Store chemical fuels in their original containers or in containers designed for immediate use. Securely store any spare fuel away from sources of ignition, buildings, and tents.

      During transport and storage, properly secure chemical fuel containers in an upright, vertical position.


      So... there is nothing in the Guide to Safe Scouting that says liquid fuels are not permitted. Most people think of white gas when they think of liquid fuels. Our troop uses propane and I can think of few reasons that liquid fuels would be a better choice. Sure, if you have a high adventure patrol and they're going to Philmont, maybe something like an MSR stove would make sense. However... I'll recount a brief story that happened to me a few weeks ago. I've been using liquid fuel stoves since I was a Scout. I've got literally decades of experience in camping and using these stoves. We were working as a troop on some 1st & 2nd class rank requirements and were going over the stoves. In keeping with the "adult should supervise" part, I was right there. I broke out the MSR stove and showed the boys how it worked. They were all to get familiar with it. The MSR stove requires that you pressurize the pump/container and prime the stove by allowing a little bit of liquid fuel to pool under the burner. You light it and it heats the stove and then you open the fuel line and off you go. I've done it hundreds of times. Uhhh... this time was different. I (not a boy, but me) bumped against the stove and the liquid fuel (white gas) that was pooled under the burner spilled on the table that we were using to demonstrate the stoves. Of course it was on fire and before I knew it, within seconds, half the table top was aflame. Oh $(#*$#%!!. Yeah, I know, what the heck were we doing this inside for? It was in a big rustic lodge where we were all doing cabin camping. All sorts of things went through my mind - none of them good. I got the stove outside and other leaders quickly extinguished the fire. I would have never, ever, in a million years thought this could have happened. I did a bunch of things wrong - doing this in the lodge, bumping the stove, etc. It could have ended badly. I know you're probably thinking, well, no kidding - don't do stuff like that indoors. Prepare your area. That could never happen to me. I got complacent and had visions of a really horrible outcome. So... while the BSA doesn't have specific rules against liquid fuel, carefully consider when you really need it and when you can use propane. We're in Illinois and propane works 99.9% of the time. I'll personally never use liquid fuel with Scouts again.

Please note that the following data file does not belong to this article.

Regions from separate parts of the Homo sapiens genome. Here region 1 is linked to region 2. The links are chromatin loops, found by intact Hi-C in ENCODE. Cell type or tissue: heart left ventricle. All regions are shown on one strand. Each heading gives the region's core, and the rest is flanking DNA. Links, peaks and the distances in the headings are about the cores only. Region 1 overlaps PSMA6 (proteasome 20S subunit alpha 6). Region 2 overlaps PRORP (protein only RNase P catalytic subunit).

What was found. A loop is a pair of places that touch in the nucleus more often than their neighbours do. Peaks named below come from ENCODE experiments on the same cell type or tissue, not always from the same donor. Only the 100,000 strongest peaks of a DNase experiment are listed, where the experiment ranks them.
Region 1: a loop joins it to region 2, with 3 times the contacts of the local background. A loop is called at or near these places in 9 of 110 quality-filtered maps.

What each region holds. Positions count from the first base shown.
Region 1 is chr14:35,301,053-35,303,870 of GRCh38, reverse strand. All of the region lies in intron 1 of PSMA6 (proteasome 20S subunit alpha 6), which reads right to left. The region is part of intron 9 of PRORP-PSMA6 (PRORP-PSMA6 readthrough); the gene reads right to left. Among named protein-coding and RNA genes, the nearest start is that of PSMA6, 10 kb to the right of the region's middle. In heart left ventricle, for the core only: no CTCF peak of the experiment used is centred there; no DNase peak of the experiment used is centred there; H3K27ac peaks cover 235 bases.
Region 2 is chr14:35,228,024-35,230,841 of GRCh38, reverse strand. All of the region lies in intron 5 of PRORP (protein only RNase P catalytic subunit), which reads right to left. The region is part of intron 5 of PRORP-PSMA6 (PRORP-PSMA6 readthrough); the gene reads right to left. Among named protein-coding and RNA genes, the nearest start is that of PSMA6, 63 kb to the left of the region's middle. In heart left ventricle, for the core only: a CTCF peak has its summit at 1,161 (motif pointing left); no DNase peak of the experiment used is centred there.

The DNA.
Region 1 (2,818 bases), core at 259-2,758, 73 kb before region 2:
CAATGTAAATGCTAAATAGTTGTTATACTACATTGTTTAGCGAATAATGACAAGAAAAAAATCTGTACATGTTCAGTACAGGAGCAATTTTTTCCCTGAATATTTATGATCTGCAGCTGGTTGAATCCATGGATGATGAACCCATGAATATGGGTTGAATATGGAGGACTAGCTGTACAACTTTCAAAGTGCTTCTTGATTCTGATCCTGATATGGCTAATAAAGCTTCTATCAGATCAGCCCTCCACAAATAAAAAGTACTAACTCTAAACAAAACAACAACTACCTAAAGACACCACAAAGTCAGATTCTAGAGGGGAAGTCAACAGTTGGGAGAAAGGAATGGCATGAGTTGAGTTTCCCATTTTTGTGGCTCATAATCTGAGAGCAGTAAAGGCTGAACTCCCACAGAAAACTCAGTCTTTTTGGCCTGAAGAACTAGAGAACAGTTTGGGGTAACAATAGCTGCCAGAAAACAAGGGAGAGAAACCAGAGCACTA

And, btw, perhaps the camp had a specific rule for reasons just like the one I describe above. Believe me, I feel pretty stupid. And was stupid. I share this story as an example of how bad things could have turned.

      Comment


      • King Ding Dong
        King Ding Dong commented
        Editing a comment
        Did on of the Scouts cut a corner off your Chit ?

      • koolaidman
        koolaidman commented
        Editing a comment
        It was in my youth. Post scouts. Decided to slice a pear while it was still on the tree.
        With a sheath knife.
        Maybe if proper banning were in place while I was a scout it wouldn't have happened? (tongue firmly in cheek).

      • danbrew
        danbrew commented
        Editing a comment
        Originally posted by King Ding Dong View Post
        Did on of the Scouts cut a corner off your Chit ?
        lol. no kidding. i lost a lot of "face" with this one but used it as an example of how quickly things can go wrong... it definitely took my "i know everything" down a notch and reminded me that accidents do happen.